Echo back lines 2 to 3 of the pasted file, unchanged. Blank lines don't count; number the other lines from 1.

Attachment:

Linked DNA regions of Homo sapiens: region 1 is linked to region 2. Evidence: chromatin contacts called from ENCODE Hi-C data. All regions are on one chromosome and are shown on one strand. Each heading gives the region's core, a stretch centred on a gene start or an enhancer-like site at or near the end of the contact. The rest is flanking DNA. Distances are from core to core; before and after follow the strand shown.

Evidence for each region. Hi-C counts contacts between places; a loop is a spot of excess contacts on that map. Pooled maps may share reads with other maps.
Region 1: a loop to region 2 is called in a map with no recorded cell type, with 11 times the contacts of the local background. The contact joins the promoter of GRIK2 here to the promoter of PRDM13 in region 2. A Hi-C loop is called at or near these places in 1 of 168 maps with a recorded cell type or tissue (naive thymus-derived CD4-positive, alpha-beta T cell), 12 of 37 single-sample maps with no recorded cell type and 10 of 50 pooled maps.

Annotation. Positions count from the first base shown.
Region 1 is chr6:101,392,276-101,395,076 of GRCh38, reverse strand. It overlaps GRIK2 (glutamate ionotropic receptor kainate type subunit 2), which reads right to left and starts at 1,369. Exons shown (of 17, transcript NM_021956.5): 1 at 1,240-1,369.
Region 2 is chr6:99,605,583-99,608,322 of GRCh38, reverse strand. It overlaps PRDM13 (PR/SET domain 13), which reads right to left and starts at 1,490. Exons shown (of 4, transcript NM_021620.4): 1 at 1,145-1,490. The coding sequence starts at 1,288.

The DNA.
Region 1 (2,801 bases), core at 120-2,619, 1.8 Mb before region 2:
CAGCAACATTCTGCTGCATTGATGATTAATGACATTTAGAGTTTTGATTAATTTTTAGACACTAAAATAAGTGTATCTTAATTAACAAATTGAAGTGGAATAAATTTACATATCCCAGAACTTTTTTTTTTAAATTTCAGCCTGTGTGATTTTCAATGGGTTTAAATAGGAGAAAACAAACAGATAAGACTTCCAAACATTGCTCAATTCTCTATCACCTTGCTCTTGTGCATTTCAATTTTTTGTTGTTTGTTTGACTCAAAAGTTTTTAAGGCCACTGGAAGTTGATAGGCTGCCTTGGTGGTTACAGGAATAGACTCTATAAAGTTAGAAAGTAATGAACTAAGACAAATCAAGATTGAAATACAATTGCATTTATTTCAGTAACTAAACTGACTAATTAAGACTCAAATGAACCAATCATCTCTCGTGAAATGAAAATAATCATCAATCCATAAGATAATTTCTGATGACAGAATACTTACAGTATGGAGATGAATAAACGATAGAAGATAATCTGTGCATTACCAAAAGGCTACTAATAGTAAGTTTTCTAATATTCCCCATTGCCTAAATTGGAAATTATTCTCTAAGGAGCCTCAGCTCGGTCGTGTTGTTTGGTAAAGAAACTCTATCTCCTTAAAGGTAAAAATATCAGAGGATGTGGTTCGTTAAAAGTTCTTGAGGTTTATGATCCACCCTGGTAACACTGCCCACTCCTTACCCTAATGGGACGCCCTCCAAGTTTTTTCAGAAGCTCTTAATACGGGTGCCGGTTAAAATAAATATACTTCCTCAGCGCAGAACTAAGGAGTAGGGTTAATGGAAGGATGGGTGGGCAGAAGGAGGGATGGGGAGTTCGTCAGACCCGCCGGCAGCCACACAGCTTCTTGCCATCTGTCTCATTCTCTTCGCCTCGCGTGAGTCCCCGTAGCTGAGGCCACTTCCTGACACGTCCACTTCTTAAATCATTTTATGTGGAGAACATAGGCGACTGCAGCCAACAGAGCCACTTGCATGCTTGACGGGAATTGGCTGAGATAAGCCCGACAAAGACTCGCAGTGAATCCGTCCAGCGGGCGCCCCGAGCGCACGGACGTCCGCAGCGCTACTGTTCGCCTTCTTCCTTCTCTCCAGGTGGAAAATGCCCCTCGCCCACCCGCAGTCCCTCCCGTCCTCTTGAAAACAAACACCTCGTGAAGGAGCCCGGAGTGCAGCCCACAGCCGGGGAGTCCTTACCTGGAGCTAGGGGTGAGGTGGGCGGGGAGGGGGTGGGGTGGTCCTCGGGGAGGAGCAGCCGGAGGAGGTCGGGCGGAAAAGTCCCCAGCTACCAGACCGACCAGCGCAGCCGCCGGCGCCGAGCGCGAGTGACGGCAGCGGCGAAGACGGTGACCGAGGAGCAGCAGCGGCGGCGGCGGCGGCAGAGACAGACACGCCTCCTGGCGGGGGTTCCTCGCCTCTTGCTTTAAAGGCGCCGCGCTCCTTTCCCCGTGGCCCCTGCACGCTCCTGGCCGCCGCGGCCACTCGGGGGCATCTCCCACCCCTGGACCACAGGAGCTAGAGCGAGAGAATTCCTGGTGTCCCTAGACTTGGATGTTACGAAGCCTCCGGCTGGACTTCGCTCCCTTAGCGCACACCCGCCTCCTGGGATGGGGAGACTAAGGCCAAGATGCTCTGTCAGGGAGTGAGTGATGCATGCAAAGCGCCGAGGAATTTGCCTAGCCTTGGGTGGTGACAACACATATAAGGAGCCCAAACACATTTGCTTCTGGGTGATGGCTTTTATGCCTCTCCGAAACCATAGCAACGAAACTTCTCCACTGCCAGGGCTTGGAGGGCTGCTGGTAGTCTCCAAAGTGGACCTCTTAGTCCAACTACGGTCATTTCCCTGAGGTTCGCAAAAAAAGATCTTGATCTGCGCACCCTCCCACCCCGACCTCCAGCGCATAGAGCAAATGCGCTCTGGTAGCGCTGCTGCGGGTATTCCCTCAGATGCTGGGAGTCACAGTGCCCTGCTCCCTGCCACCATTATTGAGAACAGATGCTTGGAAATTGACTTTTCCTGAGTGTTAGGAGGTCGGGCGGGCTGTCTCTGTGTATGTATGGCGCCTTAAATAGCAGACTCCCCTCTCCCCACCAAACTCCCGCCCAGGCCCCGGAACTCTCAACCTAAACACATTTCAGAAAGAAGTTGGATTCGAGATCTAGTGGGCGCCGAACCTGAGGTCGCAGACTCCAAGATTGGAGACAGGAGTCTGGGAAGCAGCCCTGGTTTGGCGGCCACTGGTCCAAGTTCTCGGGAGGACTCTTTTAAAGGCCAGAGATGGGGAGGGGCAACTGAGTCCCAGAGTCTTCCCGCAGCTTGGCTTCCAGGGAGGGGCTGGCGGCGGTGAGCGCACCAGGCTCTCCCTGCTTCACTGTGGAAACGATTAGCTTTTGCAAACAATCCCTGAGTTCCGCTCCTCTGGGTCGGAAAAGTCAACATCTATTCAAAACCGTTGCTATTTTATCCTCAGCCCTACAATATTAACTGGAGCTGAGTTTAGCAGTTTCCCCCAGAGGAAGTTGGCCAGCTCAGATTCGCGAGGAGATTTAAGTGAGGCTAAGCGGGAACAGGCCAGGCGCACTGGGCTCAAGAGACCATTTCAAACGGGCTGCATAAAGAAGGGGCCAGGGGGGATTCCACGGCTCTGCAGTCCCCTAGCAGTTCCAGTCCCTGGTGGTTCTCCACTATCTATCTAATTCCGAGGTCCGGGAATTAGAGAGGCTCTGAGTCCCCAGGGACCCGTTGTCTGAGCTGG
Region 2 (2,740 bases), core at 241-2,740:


Evidence for each region. Hi-C counts contacts between places; a loop is a spot of excess contacts on that map. Pooled maps may share reads with other maps.
Region 1: a loop to region 2 is called in a map with no recorded cell type, with 11 times the contacts of the local background. The contact joins the promoter of GRIK2 here to the promoter of PRDM13 in region 2. A Hi-C loop is called at or near these places in 1 of 168 maps with a recorded cell type or tissue (naive thymus-derived CD4-positive, alpha-beta T cell), 12 of 37 single-sample maps with no recorded cell type and 10 of 50 pooled maps.